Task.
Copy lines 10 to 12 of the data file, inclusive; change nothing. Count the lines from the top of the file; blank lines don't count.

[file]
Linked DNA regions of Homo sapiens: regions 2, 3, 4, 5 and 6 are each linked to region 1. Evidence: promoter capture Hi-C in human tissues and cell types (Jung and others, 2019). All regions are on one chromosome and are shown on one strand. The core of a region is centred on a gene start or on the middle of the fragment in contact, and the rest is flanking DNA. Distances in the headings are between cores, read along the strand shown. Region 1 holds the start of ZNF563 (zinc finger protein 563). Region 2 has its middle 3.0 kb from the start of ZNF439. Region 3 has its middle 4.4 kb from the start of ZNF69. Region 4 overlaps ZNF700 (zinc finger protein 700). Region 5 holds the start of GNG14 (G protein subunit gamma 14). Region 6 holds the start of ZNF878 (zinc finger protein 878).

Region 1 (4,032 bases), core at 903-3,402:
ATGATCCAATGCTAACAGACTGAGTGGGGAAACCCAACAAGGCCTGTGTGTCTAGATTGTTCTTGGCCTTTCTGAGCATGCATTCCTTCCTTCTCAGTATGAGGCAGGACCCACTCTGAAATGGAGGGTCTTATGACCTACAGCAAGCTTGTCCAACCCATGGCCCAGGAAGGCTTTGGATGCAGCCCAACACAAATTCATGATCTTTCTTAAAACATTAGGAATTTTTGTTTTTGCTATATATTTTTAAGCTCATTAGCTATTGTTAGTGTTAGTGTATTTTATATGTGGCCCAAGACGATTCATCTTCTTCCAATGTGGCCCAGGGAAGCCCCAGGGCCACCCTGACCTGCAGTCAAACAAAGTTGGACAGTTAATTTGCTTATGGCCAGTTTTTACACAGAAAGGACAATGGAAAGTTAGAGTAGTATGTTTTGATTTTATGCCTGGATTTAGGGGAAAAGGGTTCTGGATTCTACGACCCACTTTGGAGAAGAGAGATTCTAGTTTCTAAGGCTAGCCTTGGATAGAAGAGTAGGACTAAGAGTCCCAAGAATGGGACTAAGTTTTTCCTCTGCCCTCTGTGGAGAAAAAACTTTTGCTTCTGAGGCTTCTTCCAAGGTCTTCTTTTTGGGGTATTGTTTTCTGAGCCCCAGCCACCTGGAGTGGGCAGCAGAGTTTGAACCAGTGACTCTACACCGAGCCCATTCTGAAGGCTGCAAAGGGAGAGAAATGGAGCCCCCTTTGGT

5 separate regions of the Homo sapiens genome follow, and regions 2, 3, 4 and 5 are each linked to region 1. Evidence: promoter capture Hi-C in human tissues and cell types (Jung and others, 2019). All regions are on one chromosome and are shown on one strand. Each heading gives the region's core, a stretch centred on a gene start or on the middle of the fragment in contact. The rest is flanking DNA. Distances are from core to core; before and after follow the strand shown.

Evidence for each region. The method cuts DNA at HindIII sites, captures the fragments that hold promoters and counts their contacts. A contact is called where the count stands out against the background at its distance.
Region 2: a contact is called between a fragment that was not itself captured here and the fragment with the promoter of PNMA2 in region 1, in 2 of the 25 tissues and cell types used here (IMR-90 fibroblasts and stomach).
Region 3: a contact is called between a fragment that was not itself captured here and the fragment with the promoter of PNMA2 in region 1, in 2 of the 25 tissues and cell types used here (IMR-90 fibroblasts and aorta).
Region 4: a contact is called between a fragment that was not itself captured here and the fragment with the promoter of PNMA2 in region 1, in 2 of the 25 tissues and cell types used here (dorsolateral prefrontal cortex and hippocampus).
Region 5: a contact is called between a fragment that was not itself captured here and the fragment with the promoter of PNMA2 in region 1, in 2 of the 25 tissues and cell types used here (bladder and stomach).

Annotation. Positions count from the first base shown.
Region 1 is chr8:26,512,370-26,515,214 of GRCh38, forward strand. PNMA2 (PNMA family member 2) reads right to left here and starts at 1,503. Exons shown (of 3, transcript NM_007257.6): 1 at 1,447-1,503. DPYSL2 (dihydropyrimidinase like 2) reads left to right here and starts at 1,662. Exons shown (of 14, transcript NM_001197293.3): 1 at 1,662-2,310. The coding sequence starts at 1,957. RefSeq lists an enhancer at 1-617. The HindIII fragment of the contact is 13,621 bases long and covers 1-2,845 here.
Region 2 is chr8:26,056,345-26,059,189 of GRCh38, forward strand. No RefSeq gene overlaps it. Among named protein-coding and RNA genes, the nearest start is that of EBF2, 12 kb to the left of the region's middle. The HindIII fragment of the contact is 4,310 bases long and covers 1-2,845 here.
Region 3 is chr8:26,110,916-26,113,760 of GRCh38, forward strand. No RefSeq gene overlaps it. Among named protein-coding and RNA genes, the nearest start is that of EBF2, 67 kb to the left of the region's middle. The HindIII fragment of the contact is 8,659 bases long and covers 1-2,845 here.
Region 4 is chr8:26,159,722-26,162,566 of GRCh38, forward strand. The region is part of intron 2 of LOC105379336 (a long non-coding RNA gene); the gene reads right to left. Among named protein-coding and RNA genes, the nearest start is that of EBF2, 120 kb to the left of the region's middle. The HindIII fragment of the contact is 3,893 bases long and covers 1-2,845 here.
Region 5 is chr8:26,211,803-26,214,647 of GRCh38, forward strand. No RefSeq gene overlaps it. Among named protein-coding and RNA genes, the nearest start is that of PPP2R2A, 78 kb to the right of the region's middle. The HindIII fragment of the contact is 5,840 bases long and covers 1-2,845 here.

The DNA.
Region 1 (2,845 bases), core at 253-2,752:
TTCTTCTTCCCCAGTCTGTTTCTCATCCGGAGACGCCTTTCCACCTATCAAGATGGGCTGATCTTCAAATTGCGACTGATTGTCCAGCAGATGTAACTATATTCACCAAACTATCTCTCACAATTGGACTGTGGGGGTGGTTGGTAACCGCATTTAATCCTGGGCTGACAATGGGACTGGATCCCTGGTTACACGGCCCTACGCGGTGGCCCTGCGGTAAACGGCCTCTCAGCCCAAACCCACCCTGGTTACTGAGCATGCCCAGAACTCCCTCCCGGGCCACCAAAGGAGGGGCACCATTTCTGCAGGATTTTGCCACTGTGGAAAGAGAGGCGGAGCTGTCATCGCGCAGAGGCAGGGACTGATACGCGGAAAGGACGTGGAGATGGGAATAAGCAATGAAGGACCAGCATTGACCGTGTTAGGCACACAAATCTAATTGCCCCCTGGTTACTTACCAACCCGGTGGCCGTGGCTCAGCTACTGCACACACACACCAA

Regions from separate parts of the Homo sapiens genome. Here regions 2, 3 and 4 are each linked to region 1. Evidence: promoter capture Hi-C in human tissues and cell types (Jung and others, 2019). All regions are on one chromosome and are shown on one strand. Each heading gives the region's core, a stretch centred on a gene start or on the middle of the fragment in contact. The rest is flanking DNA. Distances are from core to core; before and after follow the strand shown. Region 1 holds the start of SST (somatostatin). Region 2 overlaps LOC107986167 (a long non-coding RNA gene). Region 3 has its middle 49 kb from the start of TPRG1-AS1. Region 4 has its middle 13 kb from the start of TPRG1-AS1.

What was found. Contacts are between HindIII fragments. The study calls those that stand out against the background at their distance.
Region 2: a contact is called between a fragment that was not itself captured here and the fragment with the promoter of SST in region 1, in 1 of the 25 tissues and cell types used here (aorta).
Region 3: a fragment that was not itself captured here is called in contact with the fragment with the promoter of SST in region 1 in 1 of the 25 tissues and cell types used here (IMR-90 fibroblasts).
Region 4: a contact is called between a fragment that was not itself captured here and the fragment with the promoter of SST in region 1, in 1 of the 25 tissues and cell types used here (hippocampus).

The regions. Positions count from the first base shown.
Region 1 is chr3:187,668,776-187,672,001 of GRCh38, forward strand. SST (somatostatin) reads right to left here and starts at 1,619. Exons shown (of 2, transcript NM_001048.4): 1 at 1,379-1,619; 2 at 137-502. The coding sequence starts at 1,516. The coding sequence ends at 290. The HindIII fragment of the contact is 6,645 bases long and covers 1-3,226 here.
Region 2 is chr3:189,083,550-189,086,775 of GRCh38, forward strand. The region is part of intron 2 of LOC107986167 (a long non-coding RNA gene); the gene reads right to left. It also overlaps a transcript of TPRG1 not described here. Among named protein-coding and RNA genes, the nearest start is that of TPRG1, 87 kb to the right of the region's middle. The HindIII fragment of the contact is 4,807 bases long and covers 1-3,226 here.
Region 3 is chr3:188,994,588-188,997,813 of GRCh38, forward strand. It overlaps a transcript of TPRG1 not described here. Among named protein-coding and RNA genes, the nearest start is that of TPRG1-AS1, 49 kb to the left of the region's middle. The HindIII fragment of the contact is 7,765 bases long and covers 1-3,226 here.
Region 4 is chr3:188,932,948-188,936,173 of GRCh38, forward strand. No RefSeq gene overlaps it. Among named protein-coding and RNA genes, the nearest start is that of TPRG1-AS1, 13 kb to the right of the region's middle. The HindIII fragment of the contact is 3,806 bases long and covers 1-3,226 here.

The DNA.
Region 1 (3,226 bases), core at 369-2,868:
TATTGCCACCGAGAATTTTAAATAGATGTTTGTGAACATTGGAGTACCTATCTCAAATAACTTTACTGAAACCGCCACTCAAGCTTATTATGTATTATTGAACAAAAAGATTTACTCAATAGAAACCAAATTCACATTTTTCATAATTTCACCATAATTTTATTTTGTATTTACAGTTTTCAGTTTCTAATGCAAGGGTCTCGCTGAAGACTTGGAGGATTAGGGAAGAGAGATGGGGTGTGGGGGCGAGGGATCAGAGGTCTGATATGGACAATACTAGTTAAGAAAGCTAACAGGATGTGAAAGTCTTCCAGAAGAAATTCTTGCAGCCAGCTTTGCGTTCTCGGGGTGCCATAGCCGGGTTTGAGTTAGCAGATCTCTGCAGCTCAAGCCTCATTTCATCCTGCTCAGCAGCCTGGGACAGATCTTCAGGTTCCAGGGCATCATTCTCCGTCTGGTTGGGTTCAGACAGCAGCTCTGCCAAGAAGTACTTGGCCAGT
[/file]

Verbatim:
Annotation. Positions count from the first base shown.
Region 1 is chr8:26,512,370-26,515,214 of GRCh38, forward strand. PNMA2 (PNMA family member 2) reads right to left here and starts at 1,503. Exons shown (of 3, transcript NM_007257.6): 1 at 1,447-1,503. DPYSL2 (dihydropyrimidinase like 2) reads left to right here and starts at 1,662. Exons shown (of 14, transcript NM_001197293.3): 1 at 1,662-2,310. The coding sequence starts at 1,957. RefSeq lists an enhancer at 1-617. The HindIII fragment of the contact is 13,621 bases long and covers 1-2,845 here.
Region 2 is chr8:26,056,345-26,059,189 of GRCh38, forward strand. No RefSeq gene overlaps it. Among named protein-coding and RNA genes, the nearest start is that of EBF2, 12 kb to the left of the region's middle. The HindIII fragment of the contact is 4,310 bases long and covers 1-2,845 here.